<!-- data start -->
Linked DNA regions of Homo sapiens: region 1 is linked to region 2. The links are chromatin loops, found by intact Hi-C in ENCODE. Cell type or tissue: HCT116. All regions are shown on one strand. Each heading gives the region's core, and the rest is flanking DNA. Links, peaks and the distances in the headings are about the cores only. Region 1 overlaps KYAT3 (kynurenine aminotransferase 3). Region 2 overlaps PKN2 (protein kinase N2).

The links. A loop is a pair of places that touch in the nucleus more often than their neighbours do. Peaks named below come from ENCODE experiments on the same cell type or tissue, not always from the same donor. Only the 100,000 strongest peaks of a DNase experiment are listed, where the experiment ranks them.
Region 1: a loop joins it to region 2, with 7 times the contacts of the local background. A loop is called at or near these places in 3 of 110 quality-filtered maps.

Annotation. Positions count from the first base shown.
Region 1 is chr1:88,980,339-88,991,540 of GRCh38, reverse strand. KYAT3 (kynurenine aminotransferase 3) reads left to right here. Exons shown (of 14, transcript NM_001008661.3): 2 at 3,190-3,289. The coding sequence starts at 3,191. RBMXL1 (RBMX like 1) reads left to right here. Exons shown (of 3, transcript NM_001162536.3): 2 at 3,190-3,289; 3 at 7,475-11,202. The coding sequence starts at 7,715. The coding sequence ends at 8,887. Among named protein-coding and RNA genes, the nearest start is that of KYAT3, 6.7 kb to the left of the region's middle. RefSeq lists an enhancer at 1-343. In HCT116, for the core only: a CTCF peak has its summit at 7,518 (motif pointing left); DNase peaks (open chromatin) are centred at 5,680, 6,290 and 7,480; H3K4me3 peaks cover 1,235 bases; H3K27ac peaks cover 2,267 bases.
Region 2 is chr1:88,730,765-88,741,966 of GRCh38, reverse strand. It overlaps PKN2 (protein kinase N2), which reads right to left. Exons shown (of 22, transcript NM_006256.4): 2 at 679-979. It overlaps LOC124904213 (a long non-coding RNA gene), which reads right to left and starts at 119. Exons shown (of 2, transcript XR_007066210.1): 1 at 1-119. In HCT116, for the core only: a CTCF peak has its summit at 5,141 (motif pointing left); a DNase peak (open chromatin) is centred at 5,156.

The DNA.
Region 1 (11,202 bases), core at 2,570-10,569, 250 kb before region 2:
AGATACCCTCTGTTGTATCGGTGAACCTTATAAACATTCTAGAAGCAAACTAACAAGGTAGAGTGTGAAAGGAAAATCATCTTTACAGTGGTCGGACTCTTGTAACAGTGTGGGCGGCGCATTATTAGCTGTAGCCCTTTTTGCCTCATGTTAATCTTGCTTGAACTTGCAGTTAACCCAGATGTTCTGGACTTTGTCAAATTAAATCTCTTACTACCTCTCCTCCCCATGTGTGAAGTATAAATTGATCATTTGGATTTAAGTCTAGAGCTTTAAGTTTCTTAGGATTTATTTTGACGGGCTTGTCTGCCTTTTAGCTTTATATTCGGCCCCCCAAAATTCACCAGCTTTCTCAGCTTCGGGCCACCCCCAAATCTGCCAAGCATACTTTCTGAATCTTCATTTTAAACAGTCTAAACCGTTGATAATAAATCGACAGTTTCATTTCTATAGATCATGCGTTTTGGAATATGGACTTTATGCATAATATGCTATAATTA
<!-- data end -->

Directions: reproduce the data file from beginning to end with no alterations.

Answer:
Linked DNA regions of Homo sapiens: region 1 is linked to region 2. The links are chromatin loops, found by intact Hi-C in ENCODE. Cell type or tissue: HCT116. All regions are shown on one strand. Each heading gives the region's core, and the rest is flanking DNA. Links, peaks and the distances in the headings are about the cores only. Region 1 overlaps KYAT3 (kynurenine aminotransferase 3). Region 2 overlaps PKN2 (protein kinase N2).

The links. A loop is a pair of places that touch in the nucleus more often than their neighbours do. Peaks named below come from ENCODE experiments on the same cell type or tissue, not always from the same donor. Only the 100,000 strongest peaks of a DNase experiment are listed, where the experiment ranks them.
Region 1: a loop joins it to region 2, with 7 times the contacts of the local background. A loop is called at or near these places in 3 of 110 quality-filtered maps.

Annotation. Positions count from the first base shown.
Region 1 is chr1:88,980,339-88,991,540 of GRCh38, reverse strand. KYAT3 (kynurenine aminotransferase 3) reads left to right here. Exons shown (of 14, transcript NM_001008661.3): 2 at 3,190-3,289. The coding sequence starts at 3,191. RBMXL1 (RBMX like 1) reads left to right here. Exons shown (of 3, transcript NM_001162536.3): 2 at 3,190-3,289; 3 at 7,475-11,202. The coding sequence starts at 7,715. The coding sequence ends at 8,887. Among named protein-coding and RNA genes, the nearest start is that of KYAT3, 6.7 kb to the left of the region's middle. RefSeq lists an enhancer at 1-343. In HCT116, for the core only: a CTCF peak has its summit at 7,518 (motif pointing left); DNase peaks (open chromatin) are centred at 5,680, 6,290 and 7,480; H3K4me3 peaks cover 1,235 bases; H3K27ac peaks cover 2,267 bases.
Region 2 is chr1:88,730,765-88,741,966 of GRCh38, reverse strand. It overlaps PKN2 (protein kinase N2), which reads right to left. Exons shown (of 22, transcript NM_006256.4): 2 at 679-979. It overlaps LOC124904213 (a long non-coding RNA gene), which reads right to left and starts at 119. Exons shown (of 2, transcript XR_007066210.1): 1 at 1-119. In HCT116, for the core only: a CTCF peak has its summit at 5,141 (motif pointing left); a DNase peak (open chromatin) is centred at 5,156.

The DNA.
Region 1 (11,202 bases), core at 2,570-10,569, 250 kb before region 2:
AGATACCCTCTGTTGTATCGGTGAACCTTATAAACATTCTAGAAGCAAACTAACAAGGTAGAGTGTGAAAGGAAAATCATCTTTACAGTGGTCGGACTCTTGTAACAGTGTGGGCGGCGCATTATTAGCTGTAGCCCTTTTTGCCTCATGTTAATCTTGCTTGAACTTGCAGTTAACCCAGATGTTCTGGACTTTGTCAAATTAAATCTCTTACTACCTCTCCTCCCCATGTGTGAAGTATAAATTGATCATTTGGATTTAAGTCTAGAGCTTTAAGTTTCTTAGGATTTATTTTGACGGGCTTGTCTGCCTTTTAGCTTTATATTCGGCCCCCCAAAATTCACCAGCTTTCTCAGCTTCGGGCCACCCCCAAATCTGCCAAGCATACTTTCTGAATCTTCATTTTAAACAGTCTAAACCGTTGATAATAAATCGACAGTTTCATTTCTATAGATCATGCGTTTTGGAATATGGACTTTATGCATAATATGCTATAATTA